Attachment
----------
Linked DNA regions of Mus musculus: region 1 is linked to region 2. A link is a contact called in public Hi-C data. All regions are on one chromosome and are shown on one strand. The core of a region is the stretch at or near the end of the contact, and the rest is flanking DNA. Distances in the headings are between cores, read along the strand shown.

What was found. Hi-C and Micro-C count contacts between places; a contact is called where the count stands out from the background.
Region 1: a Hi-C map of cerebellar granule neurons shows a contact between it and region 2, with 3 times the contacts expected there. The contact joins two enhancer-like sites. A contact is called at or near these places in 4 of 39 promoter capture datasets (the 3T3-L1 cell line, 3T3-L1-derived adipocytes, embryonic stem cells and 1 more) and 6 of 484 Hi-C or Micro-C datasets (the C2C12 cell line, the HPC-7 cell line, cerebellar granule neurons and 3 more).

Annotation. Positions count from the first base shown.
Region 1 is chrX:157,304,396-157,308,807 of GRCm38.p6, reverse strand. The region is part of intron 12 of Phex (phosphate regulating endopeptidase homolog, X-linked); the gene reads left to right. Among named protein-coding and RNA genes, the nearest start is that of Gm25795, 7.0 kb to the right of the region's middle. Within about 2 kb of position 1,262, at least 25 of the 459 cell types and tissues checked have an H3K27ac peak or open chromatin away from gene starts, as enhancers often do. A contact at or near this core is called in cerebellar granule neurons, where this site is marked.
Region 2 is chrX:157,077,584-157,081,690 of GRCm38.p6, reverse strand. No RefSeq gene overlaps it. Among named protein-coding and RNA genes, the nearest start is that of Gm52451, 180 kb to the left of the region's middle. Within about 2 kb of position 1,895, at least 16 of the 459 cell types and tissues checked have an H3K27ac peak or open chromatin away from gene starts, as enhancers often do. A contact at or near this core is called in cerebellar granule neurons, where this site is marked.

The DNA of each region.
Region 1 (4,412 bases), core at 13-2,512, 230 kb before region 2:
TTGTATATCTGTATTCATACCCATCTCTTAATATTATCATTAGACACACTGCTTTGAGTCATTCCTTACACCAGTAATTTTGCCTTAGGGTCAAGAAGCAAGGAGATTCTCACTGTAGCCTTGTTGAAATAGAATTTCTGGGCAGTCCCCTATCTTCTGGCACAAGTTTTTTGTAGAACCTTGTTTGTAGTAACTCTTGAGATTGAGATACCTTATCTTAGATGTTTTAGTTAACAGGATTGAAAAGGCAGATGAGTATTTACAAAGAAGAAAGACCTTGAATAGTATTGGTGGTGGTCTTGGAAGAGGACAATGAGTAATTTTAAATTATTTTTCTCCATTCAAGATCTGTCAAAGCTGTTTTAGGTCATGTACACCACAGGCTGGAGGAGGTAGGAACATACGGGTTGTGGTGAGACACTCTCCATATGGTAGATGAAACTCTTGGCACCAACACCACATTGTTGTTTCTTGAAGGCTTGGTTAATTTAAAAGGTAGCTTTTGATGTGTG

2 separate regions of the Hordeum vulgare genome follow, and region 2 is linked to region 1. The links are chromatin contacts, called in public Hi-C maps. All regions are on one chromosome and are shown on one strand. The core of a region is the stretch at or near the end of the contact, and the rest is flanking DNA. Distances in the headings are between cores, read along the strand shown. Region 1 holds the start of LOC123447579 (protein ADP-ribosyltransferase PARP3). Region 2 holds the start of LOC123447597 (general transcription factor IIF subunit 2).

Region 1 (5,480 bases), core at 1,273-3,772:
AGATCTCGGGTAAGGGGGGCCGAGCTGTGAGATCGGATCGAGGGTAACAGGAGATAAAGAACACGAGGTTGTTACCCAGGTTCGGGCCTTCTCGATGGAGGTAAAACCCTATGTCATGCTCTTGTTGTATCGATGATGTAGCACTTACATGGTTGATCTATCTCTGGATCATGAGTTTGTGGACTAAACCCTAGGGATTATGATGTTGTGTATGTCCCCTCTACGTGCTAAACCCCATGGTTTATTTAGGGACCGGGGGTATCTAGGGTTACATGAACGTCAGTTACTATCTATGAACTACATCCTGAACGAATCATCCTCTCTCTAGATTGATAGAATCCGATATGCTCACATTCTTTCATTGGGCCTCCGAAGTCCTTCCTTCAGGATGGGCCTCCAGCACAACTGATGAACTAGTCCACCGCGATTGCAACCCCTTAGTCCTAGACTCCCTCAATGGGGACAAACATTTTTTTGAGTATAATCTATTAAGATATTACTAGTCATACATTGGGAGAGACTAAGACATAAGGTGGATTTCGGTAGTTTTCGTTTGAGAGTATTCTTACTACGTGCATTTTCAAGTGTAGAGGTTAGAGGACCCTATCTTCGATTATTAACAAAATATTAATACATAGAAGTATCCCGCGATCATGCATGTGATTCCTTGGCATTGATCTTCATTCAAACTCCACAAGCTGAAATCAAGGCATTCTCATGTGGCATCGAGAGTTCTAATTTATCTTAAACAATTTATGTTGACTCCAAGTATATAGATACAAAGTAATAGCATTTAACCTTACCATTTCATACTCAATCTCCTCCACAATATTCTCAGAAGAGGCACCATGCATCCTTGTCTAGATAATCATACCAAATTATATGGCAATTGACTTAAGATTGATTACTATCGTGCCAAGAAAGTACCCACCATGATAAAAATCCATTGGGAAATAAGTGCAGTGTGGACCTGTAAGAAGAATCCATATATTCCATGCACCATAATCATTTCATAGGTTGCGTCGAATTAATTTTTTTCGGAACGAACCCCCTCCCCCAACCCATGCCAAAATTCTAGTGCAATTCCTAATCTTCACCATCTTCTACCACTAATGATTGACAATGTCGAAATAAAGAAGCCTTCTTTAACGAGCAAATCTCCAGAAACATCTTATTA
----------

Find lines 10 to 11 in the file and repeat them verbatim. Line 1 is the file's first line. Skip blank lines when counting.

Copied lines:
2 separate regions of the Hordeum vulgare genome follow, and region 2 is linked to region 1. The links are chromatin contacts, called in public Hi-C maps. All regions are on one chromosome and are shown on one strand. The core of a region is the stretch at or near the end of the contact, and the rest is flanking DNA. Distances in the headings are between cores, read along the strand shown. Region 1 holds the start of LOC123447579 (protein ADP-ribosyltransferase PARP3). Region 2 holds the start of LOC123447597 (general transcription factor IIF subunit 2).

Region 1 (5,480 bases), core at 1,273-3,772: